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    Firms Gang Up Against Bribes


    © International Trade Centre, International Trade Forum - Issue 1/2004

    Companies and multilateral organizations are moving against corruption in business life, bolstering national efforts to stamp out bribery.

    Corruption, declares the World Bank, is "the single greatest obstacle to economic and social development". President Lucio Gutiérrez of Ecuador agrees. "Corruption steals wealth from our own people," he says. "Corruption steals jobs. Corruption steals money for health care. People lose trust in their government and obviously they also lose trust in democracy."

    However, Augusto Lopez-Claros, Chief Economist and Director of the Global Competitiveness Programme of the World Economic Forum, remembers hearing that for many years, institutions such as the World Bank and International Monetary Fund (IMF) did not allow staffers to mention the word "corruption" in official papers. From the early 1990s, the IMF, the World Bank and regional development banks, along with key international institutions such as the Paris-based Organisation for Economic Co-operation and Development (OECD), have broadened the development debate to include such politically sensitive issues as the fight against corruption, the quality of governments and the effective use of development aid. ITC, too, encourages transparency in procurement to help small exporters compete for international contracts (see box on page 19).

    Hitting the poor

    "The harmful effects of corruption are especially severe on the poor," the World Bank observes in the official documents launching its anti-corruption initiative. The poor "are hardest hit by economic decline, are most reliant on the provision of public services, and are least capable of paying the extra costs associated with bribery, fraud, and the misappropriation of economic privileges."

    Since 1997 the World Bank Institute (WBI) has launched a series of programmes against corruption, including bribery and abuses within its own contracting system. For businesses, it issues an anti-corruption kit. It trains journalists in how to campaign against fraud and similar criminal activity in public life. "In the territory of the former Soviet Union alone, more than 200 journalists have been killed in the line of work as they investigated stories on corrupt officials or criminal gangs," reports the WBI's web site on corruption ( http://www1.worldbank.org/publicsector/anticorrupt/index.cfm).

    In two years the Bank declared misprocurement on about 40 contracts with a total contract value of US$ 40 million. It now keeps a public list of firms that have been barred from competing for contracts because of misconduct. The WBI points out that the Bank awards some 45,000 contracts a year worth US$ 45-50 billion.

    Reversing tradition

    "We estimate that corruption is a US$ 1 trillion industry around the world," reports Daniel Kaufmann, Director of Global Governance at the World Bank Institute. The WBI puts the cost of bribes as equivalent to a 20% tax. But Kaufmann also reports a "sea change" (a fundamental transformation) in the way businesses look at bribery. It is no longer seen as simply part of the cost of doing business.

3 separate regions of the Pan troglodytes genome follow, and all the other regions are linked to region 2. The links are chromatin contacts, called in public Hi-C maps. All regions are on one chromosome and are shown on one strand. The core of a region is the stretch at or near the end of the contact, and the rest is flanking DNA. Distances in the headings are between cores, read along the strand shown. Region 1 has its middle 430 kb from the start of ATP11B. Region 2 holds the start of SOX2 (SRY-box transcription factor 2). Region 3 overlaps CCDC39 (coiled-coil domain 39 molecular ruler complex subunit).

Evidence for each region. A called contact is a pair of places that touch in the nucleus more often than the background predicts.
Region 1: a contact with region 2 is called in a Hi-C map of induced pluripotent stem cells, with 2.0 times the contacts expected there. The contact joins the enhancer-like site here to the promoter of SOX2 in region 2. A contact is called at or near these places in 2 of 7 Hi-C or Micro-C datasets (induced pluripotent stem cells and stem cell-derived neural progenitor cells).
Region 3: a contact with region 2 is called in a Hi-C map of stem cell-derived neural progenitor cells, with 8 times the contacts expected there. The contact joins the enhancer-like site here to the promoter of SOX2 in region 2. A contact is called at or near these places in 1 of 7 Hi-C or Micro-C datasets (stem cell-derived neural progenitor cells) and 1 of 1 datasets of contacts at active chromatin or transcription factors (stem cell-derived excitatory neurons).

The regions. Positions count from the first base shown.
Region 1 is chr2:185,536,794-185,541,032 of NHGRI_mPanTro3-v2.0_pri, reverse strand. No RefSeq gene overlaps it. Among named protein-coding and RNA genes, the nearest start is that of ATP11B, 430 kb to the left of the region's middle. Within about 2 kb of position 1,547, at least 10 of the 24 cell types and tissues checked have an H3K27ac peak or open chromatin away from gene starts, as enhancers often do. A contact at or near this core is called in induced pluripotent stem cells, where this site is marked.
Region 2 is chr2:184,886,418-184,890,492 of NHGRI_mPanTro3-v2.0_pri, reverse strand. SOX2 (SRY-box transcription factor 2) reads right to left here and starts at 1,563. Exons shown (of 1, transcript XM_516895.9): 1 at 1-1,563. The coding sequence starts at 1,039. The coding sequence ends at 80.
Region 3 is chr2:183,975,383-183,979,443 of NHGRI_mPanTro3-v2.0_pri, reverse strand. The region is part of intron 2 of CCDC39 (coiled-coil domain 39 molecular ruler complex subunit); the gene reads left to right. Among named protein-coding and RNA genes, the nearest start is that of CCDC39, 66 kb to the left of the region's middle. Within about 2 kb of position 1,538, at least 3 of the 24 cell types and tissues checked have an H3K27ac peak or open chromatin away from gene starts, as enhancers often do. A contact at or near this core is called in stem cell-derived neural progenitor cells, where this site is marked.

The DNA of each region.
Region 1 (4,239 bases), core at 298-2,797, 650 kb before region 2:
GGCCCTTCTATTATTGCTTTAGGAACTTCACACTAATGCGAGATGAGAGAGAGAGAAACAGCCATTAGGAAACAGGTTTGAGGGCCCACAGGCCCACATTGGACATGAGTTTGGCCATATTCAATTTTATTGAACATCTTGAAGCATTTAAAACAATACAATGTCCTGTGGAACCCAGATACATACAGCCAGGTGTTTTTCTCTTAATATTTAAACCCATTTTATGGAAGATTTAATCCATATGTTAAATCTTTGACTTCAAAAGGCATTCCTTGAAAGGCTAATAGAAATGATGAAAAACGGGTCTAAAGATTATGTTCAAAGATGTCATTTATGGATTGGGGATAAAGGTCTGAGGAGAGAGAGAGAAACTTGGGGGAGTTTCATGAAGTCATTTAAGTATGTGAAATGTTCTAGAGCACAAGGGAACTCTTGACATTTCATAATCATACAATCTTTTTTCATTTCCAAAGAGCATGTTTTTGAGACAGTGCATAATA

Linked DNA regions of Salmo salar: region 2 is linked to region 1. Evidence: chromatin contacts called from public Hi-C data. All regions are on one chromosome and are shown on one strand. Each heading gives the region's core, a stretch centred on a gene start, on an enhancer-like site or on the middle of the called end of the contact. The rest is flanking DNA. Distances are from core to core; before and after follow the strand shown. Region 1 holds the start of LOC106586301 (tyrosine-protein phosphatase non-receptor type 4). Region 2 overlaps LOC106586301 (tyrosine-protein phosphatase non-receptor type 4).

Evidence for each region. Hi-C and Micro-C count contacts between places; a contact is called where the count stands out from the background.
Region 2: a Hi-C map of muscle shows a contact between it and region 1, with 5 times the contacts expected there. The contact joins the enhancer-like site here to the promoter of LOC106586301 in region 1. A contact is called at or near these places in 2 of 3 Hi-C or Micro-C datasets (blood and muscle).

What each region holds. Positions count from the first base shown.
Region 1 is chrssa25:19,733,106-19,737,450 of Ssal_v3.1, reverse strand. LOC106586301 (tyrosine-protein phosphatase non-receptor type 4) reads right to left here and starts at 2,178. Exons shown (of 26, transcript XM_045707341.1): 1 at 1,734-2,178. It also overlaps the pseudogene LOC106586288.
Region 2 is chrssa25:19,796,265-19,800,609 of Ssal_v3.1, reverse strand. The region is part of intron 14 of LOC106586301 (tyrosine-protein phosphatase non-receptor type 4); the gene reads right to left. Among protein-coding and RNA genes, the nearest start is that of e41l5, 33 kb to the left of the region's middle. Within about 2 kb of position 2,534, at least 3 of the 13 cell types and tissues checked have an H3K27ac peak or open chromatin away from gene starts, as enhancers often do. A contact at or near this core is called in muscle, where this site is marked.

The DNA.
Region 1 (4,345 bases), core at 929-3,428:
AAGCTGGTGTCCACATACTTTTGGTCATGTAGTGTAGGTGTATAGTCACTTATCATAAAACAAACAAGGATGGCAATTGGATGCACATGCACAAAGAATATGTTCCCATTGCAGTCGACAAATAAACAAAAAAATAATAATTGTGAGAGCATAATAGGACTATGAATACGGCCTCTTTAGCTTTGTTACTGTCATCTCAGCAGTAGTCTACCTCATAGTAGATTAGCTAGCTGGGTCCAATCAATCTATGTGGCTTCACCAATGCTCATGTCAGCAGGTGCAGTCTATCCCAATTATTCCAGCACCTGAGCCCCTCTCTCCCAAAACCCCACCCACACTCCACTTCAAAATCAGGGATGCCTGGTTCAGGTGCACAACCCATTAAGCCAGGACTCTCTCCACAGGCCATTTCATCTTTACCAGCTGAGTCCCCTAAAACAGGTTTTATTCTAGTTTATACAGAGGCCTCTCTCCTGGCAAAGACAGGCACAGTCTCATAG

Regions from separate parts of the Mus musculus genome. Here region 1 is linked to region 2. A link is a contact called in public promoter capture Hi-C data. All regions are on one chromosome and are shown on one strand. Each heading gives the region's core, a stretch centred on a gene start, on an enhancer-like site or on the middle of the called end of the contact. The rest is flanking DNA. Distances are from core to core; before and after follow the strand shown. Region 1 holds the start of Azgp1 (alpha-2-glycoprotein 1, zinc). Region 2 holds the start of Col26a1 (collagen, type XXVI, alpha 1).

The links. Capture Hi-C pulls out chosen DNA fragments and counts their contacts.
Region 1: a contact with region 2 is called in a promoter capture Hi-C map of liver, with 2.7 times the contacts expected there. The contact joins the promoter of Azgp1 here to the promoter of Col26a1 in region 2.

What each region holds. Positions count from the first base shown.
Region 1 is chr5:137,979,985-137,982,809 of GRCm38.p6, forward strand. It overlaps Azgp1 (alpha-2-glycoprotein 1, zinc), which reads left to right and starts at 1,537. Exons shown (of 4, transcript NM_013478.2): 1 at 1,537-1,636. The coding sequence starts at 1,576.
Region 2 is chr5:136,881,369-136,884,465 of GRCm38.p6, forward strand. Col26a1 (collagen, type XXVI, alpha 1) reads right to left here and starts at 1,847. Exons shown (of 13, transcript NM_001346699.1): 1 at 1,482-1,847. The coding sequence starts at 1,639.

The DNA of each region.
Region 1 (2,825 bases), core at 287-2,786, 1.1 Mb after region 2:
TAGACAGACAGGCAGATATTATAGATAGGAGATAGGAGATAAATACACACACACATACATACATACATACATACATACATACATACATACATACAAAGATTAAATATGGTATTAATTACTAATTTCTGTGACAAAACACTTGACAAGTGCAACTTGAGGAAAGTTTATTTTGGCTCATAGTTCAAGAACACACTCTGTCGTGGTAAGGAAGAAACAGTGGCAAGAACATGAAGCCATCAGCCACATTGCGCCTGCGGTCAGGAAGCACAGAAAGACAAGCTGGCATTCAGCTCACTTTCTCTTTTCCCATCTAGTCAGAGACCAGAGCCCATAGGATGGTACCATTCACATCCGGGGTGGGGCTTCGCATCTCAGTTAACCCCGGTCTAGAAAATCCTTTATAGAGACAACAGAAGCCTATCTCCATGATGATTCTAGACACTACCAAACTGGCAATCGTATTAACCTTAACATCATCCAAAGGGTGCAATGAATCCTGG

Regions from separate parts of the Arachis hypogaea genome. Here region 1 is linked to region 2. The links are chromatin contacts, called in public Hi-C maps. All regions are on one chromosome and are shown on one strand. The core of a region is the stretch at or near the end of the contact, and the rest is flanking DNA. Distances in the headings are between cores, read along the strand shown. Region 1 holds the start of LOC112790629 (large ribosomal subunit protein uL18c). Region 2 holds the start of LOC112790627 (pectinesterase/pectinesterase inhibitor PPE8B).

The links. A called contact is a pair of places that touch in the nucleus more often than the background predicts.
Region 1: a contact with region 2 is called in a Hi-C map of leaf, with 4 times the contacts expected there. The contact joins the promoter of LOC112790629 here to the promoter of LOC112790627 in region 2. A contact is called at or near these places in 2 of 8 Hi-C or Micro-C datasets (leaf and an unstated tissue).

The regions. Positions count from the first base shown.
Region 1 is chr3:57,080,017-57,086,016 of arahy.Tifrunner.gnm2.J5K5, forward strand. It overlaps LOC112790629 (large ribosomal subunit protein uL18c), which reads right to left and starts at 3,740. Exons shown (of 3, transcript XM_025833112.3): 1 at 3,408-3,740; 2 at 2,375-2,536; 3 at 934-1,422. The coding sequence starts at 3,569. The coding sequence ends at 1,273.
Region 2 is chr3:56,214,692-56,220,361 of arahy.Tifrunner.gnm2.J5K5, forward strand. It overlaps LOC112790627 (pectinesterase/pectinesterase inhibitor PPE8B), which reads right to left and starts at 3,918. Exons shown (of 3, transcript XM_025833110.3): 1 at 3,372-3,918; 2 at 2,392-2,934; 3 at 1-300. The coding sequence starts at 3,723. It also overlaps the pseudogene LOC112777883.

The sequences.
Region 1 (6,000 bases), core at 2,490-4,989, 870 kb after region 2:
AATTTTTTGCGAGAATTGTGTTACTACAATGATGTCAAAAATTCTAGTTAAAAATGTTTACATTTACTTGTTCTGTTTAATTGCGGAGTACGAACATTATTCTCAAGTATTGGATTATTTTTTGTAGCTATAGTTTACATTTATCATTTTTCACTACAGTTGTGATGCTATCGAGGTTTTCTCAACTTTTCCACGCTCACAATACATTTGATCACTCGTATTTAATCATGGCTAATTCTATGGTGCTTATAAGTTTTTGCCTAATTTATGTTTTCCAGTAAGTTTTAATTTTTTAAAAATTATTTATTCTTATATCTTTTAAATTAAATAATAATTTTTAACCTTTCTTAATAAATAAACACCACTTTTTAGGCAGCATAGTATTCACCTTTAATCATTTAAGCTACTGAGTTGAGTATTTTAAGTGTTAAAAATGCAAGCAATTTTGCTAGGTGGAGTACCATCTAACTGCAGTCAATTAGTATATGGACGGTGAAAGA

Corporate social responsibility

    One indication of the changing attitudes came in an announcement at the end of January by leading engineering and construction firms. The industry does not have a high reputation for honesty as a contractor across the world. But some 19 international companies, earning US$ 70 billion a year, have now committed themselves to "zero tolerance" for bribery, as reported Alan L. Boeckmann, Chairman and Chief Executive Officer of the Fluor Corporation, at an interactive session on corruption at the World Economic Forum's Annual Meeting in Davos.

    Jermyn Brooks, Member of the Board of Directors, Transparency International (TI), Germany, commented that the initiative has reversed the standard approach. The traditional view is that businesses are the victims of corrupt officials who seek bribes and special deals in return for favours. But for each receiver there is a giver, he insisted. The question facing international firms is: "Isn't it about time that the corporate sector took a leadership role in fighting corruption?" Brooks suggested.

    The construction and engineering initiative was welcomed by a leading trade union representative, Anita Normark, General Secretary of the Swiss-based International Federation of Building and Wood Workers, with some 10 million members. She said she was "very proud" of the companies for taking this lead and added the hope that other sectors - such as transport and logistics - will join the effort.

    Topping up salaries

    But executives in the Davos discussions on corporate action against corruption pointed to some of the difficulties: many officials in developing and emerging economies depend on corruption to top up their salaries. An East European cabinet minister noted that it is impossible for most public bodies to match the "pay" that officials can obtain through bribes